Premises: (1) Ancient reptiles developed feathers as a way to insulate their bodies from the cold and regulate their body temperatures. (2) Many of these early feathered reptiles were unable to fly.

Conclusion: Today’s flightless birds probably developed their feathers as a way to manage their body temperatures.

This argument uses the fact that many early feathered reptiles were unable to fly to conclude that flightless birds developed their feathers for the same reason. But it must be assuming that the feathers did not develop for some other reason. Perhaps the feathers developed first for flight, but the birds eventually lost that ability. Choice A correctly states the assumption of the argument because it indicates that the flightless birds did not develop the feathers for an ability that they now no longer have. Choice B does not address the link between the feathers of flightless birds and the feathers of reptiles. Choice C doesn’t deal with flightless birds at all, so it cannot be correct. Choice D may be true, but it is not an assumption of the argument. The argument is only concluding why the flightless birds developed their feathers, not where they came from. Choice E is new information and not part of the argument.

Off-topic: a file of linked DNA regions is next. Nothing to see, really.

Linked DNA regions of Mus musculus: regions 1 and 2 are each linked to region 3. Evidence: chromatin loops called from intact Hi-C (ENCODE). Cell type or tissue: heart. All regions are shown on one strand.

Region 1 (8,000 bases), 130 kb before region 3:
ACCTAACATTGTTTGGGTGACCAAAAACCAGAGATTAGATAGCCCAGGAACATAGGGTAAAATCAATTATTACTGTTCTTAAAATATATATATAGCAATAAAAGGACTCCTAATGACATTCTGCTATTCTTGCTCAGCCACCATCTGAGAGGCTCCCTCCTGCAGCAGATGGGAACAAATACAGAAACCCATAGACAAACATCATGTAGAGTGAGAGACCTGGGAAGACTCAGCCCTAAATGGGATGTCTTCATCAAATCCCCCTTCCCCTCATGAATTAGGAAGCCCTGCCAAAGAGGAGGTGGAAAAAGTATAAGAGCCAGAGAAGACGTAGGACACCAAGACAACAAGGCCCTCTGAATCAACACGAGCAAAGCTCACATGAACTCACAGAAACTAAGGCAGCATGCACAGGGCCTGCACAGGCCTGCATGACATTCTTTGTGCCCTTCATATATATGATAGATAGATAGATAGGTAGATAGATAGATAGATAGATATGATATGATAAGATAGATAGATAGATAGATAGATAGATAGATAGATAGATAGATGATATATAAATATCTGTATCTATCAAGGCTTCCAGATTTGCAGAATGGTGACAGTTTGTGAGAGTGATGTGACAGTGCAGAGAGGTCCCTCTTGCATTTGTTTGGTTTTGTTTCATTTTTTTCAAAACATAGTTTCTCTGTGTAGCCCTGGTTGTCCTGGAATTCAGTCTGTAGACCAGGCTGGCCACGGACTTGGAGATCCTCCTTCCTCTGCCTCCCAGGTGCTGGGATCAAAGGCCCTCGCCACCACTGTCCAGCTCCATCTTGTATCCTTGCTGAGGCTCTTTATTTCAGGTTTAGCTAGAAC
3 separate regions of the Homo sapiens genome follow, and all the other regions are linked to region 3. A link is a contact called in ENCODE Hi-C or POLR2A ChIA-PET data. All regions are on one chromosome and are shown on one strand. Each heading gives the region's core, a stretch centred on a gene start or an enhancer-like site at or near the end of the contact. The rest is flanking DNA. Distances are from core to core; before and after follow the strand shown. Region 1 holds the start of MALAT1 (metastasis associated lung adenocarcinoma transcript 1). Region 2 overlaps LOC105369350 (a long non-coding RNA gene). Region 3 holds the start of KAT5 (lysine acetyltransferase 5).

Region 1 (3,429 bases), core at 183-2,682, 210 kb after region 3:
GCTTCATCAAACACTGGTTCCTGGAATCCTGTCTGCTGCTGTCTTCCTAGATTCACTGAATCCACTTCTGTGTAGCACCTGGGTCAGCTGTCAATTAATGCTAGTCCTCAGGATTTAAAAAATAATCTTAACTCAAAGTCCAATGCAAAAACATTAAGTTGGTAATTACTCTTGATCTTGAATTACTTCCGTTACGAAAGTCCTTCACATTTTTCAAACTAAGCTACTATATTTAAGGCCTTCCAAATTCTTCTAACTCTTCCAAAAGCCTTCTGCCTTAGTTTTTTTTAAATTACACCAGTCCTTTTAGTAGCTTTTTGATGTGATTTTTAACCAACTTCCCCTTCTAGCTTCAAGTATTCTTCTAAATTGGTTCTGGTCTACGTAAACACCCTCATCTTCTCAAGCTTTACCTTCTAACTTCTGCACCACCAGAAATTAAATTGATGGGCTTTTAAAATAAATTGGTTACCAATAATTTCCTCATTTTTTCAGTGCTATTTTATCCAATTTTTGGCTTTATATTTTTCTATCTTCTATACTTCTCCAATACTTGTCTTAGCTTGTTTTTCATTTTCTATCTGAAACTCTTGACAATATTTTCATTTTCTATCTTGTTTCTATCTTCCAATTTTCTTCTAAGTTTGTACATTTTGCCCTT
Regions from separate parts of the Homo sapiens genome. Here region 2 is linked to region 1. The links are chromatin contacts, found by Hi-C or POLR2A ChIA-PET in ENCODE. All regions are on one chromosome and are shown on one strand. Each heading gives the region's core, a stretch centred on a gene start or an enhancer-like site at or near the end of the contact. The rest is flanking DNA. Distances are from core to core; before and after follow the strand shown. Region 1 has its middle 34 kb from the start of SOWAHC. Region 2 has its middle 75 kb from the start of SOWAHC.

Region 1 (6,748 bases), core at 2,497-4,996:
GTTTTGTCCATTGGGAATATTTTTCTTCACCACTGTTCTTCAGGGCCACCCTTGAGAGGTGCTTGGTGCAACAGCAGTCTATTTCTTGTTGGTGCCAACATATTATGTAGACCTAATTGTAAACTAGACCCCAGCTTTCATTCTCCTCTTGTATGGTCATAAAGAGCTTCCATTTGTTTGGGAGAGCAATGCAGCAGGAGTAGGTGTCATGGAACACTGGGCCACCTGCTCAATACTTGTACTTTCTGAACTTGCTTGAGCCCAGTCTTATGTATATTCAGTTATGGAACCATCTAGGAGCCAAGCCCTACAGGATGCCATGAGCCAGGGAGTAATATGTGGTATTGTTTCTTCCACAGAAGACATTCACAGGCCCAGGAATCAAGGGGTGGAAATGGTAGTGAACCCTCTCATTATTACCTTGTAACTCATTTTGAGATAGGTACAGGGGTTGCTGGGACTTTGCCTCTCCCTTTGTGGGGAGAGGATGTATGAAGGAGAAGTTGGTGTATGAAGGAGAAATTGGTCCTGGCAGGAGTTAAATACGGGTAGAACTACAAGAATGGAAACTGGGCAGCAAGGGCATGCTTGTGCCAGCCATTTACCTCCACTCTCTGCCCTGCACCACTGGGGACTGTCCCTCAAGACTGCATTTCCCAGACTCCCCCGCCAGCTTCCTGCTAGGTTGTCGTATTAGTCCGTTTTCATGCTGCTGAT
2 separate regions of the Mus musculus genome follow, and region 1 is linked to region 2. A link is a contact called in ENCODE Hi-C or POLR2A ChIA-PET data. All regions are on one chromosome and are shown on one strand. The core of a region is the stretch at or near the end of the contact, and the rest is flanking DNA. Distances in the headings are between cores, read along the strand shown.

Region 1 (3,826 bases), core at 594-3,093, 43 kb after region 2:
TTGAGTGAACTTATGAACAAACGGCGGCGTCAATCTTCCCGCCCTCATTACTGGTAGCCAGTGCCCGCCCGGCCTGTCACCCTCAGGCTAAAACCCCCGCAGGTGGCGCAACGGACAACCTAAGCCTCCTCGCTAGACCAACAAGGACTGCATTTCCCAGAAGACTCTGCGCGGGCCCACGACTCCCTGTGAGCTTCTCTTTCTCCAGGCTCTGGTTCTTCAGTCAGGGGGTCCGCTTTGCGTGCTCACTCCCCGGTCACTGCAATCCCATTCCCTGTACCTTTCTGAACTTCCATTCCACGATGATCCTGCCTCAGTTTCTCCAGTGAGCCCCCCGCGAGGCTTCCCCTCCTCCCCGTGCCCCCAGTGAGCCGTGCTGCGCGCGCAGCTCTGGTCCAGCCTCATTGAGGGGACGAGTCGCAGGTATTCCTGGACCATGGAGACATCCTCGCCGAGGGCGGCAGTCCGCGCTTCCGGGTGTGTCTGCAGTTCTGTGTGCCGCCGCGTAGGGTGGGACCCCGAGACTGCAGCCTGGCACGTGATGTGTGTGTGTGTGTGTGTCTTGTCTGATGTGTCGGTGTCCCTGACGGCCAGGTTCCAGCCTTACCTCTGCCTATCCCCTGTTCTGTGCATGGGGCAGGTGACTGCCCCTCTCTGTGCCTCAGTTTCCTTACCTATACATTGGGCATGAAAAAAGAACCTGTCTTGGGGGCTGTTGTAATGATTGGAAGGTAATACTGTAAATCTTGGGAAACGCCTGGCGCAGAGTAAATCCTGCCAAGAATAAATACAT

Rgds
Rahul


Still struggling to understand why the early reptiles morphed their feathers to scales ? Weren't the feathers supposed to stay in these reptiles as per choice A ?
Those reptiles would still need way to insulate their bodies from the cold and regulate their body temperatures - and feathers were doing that...
So how can one justify the assumption : A. A characteristic developed for a particular ability does not remain after that ability is lost.? Reptiles would still insulate their bodies from the cold and regulate their body temperatures...
Can someone please clarify ?
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Re: Biologists suspect that feathers are modified scales. [#permalink]

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New post 16 Jun 2016, 10:58
retro wrote:
Biologists suspect that feathers are modified scales. Ancient reptiles developed feathers as a way to insulate their bodies from the cold and regulate their body temperatures. However, many of these early feathered reptiles were unable to fly. Thus, today’s flightless birds probably developed their feathers as a way to manage their body temperatures.

The argument above relies on which of the following assumptions?

A. A characteristic developed for a particular ability does not remain after that ability is lost.
B. Some animals that are able to fly lack feathers.
C. Feathered dinosaurs that were able to fly also used their feathers to regulate body temperature.
D. Today’s flightless birds are direct descendants of feathered reptiles.